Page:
Well, the winter season for the night sky is ending. Orion, Gemini, Monoceros, Cassiopeia, Perseus, Auriga, and a number of other “Milky Way Halo” constellations are on their way towards setting, and are already past the meridian by the time the sky gets dark enough for any imaging. Until the Milky Way Core comes up in late April and May, it’s Galaxy Season! During the heart of the night, looking up means your looking outwards from the plane of the milky way into deep space. Since there isn’t as much dust and not nearly the same local star density, distant galaxies are much easier to see. There are hundreds, if not many tens of thousands of them out there. There are isolated galaxies, groups of galaxies, chains of galaxies, and whole fields of galaxies.
Unlike some of the nebula I’ve imaged so far, galaxies are a different beast. They are quite dim overall, especially in the city where light pollution wreaks havoc on night sky visibility. While easier to see and image at a dark sky site, they tend to cover much less overall area than your average nebula, with the exception of a few like Andromeda, SMC and LMC, etc. They require longer focal length than I currently have, however with 600mm, and up to 1200mm with a teleconverter, I can still get some decent detail. I gave two groups of galaxies a try over the past week. The first was Leo’s Triplet, a trio of galaxies found in the constellation Leo. Leo is a good region of sky for galaxies, several dozen at least visible to telescopes can be found there, with a good number of major Messier and NGC identified ones. The second was M51, a spiral galaxy and it’s neighbor (perhaps something like our neighboring LMC, Large Magellanic Cloud).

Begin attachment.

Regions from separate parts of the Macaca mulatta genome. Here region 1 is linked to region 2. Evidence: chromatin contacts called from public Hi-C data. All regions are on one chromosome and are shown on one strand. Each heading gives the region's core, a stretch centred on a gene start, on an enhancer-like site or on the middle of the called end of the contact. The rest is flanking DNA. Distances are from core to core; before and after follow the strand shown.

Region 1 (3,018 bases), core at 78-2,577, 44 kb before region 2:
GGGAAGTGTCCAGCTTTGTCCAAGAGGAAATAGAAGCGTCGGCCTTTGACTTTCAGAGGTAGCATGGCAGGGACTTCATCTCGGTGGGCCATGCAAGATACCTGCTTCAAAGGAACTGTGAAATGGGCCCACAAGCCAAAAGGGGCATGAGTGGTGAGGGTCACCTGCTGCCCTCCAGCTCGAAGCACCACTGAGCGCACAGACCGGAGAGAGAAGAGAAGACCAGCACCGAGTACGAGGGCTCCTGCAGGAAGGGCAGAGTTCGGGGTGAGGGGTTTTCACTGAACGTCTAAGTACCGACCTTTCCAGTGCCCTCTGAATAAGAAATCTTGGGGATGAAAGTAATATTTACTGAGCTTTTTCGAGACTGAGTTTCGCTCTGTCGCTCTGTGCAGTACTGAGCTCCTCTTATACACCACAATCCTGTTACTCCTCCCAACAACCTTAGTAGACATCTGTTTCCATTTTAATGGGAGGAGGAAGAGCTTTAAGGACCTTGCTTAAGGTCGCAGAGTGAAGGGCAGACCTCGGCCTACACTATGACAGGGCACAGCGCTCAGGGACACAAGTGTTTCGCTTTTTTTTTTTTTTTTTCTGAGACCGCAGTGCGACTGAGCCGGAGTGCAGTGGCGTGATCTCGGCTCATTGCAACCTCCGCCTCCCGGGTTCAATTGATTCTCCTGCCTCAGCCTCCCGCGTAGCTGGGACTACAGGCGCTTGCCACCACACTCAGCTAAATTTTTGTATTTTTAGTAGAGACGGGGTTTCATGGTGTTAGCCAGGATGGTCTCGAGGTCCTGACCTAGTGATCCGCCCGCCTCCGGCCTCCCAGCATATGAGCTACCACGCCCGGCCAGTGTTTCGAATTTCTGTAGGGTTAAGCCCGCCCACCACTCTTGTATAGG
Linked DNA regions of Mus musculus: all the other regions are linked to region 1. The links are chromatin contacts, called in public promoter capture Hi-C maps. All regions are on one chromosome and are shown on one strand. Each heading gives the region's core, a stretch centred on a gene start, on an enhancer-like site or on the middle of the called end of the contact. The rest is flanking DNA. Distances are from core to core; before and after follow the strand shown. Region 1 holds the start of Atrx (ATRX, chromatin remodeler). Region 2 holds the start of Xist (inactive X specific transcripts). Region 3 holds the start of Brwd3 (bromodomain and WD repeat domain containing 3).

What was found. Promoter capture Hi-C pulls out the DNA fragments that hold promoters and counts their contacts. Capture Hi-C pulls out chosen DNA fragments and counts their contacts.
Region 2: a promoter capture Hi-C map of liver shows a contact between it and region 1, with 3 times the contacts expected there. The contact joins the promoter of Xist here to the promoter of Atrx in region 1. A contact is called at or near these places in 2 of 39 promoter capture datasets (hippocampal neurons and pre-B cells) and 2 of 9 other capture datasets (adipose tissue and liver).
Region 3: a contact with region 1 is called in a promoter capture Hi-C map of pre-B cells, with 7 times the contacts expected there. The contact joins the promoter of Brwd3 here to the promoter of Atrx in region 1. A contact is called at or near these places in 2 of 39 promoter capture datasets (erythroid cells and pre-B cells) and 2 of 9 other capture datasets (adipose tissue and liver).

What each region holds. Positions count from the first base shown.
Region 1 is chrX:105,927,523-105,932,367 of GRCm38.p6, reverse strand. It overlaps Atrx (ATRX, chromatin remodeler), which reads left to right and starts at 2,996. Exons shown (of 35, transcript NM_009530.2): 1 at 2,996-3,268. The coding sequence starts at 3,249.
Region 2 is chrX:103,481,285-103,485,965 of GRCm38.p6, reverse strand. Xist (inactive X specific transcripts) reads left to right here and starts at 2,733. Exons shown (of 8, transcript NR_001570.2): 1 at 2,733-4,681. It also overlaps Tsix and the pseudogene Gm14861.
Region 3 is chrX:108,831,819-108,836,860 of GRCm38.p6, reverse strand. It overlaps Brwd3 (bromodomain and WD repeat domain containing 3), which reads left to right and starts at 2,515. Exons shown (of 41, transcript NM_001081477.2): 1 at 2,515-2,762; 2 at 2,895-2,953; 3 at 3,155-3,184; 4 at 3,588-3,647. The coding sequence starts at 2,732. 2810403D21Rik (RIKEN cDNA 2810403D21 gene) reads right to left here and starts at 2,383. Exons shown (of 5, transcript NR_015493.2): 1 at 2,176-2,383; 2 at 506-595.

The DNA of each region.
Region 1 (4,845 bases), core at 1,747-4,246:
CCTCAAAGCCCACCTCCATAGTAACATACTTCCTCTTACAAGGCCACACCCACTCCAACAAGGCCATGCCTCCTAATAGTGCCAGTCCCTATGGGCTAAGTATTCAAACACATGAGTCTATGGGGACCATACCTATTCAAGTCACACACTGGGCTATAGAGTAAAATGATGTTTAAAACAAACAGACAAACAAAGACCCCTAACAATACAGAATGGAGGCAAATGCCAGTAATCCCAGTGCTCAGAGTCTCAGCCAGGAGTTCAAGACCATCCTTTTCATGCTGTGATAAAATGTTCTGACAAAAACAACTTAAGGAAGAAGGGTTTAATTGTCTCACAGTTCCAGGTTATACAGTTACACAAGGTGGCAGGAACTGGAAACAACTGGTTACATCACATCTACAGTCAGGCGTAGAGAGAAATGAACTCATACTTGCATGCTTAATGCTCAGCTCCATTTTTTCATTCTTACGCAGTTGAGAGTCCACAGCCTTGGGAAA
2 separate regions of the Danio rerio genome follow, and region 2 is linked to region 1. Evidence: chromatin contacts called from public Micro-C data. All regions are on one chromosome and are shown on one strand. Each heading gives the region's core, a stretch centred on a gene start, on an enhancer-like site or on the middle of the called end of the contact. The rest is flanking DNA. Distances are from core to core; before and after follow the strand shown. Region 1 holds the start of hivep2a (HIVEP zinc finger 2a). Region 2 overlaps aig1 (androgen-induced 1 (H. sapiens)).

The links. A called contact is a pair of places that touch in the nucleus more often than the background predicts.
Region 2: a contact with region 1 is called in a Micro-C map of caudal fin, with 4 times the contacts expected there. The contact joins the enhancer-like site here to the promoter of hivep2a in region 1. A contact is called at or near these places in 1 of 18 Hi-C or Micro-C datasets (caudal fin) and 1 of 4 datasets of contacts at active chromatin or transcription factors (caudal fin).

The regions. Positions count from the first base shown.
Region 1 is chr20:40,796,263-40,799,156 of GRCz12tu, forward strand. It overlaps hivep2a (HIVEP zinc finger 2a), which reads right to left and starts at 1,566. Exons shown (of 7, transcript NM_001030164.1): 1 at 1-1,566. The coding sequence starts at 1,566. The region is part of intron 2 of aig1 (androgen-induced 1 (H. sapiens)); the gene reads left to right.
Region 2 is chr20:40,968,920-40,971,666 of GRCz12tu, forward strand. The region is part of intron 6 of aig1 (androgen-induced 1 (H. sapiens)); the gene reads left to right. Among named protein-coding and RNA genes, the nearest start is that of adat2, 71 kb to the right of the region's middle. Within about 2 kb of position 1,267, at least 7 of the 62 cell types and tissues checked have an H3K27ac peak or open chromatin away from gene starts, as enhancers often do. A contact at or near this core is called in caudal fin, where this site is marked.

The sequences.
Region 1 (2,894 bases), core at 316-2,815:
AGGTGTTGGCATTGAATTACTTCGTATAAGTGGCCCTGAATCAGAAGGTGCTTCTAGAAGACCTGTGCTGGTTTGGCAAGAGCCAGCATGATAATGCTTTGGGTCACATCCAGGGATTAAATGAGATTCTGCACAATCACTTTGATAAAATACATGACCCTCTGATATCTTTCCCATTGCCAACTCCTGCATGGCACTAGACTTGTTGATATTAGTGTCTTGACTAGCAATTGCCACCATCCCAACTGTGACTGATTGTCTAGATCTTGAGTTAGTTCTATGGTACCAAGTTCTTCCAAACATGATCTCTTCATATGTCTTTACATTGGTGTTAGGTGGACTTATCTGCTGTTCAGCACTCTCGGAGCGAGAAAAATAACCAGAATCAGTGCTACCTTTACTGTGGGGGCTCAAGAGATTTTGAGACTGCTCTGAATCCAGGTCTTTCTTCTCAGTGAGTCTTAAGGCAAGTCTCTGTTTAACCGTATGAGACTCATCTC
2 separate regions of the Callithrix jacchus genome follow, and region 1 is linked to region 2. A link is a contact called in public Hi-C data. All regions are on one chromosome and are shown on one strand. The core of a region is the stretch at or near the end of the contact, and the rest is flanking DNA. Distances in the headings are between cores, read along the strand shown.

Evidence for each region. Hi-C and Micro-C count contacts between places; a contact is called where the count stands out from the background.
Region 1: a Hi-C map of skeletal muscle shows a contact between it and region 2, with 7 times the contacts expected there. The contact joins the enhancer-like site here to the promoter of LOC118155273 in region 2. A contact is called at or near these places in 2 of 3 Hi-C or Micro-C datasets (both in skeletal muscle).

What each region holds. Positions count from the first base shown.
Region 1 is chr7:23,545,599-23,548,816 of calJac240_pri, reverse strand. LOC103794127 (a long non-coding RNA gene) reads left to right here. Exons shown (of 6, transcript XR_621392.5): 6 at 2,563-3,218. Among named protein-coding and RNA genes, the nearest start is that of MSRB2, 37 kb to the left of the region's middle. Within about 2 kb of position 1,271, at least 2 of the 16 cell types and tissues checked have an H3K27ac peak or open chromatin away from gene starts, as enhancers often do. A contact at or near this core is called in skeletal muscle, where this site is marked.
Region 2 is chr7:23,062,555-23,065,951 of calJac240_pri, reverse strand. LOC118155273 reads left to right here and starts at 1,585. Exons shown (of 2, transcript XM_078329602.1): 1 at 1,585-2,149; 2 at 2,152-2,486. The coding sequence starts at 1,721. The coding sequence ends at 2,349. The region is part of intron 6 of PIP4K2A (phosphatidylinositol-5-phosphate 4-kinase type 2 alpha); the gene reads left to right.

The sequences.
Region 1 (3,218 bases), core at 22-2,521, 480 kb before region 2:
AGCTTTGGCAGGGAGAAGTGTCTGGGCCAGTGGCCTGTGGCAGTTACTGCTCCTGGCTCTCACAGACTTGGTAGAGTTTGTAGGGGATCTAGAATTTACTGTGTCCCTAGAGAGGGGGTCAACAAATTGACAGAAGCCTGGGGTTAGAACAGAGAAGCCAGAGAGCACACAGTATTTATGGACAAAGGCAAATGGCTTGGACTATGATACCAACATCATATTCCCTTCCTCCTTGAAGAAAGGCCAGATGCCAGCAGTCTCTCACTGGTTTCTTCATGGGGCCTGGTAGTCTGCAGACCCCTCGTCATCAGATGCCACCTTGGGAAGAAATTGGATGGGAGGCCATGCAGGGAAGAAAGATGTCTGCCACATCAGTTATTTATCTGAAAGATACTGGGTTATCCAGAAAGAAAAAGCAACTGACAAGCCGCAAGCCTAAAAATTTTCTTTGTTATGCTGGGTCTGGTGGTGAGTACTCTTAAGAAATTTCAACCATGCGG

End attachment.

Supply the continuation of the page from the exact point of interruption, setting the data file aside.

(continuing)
I noticed an interesting thing when I was processing M51. Noise is an ever-present problem when processing astro images, and there are a whole host of techniques to deal with it. One of them involves multiple layers and inverted grayscale layer masks. When I generated an inverted layer mask for M51, I noticed a bunch of additional “fuzzies” that I couldn’t easily see in the normal non-inverted color image:
All of these additional fuzzy objects are galaxies. A total of eight just in this one image. In the wider field around M51, there are dozens more, which span the greater area of Ursa Major (the Big Dipper). I look forward to more imaging during galaxy season. There are some interesting areas, such as Markarian’s Chain in Virgo, a large wide field chain of galaxies that is a fairly amazing sight.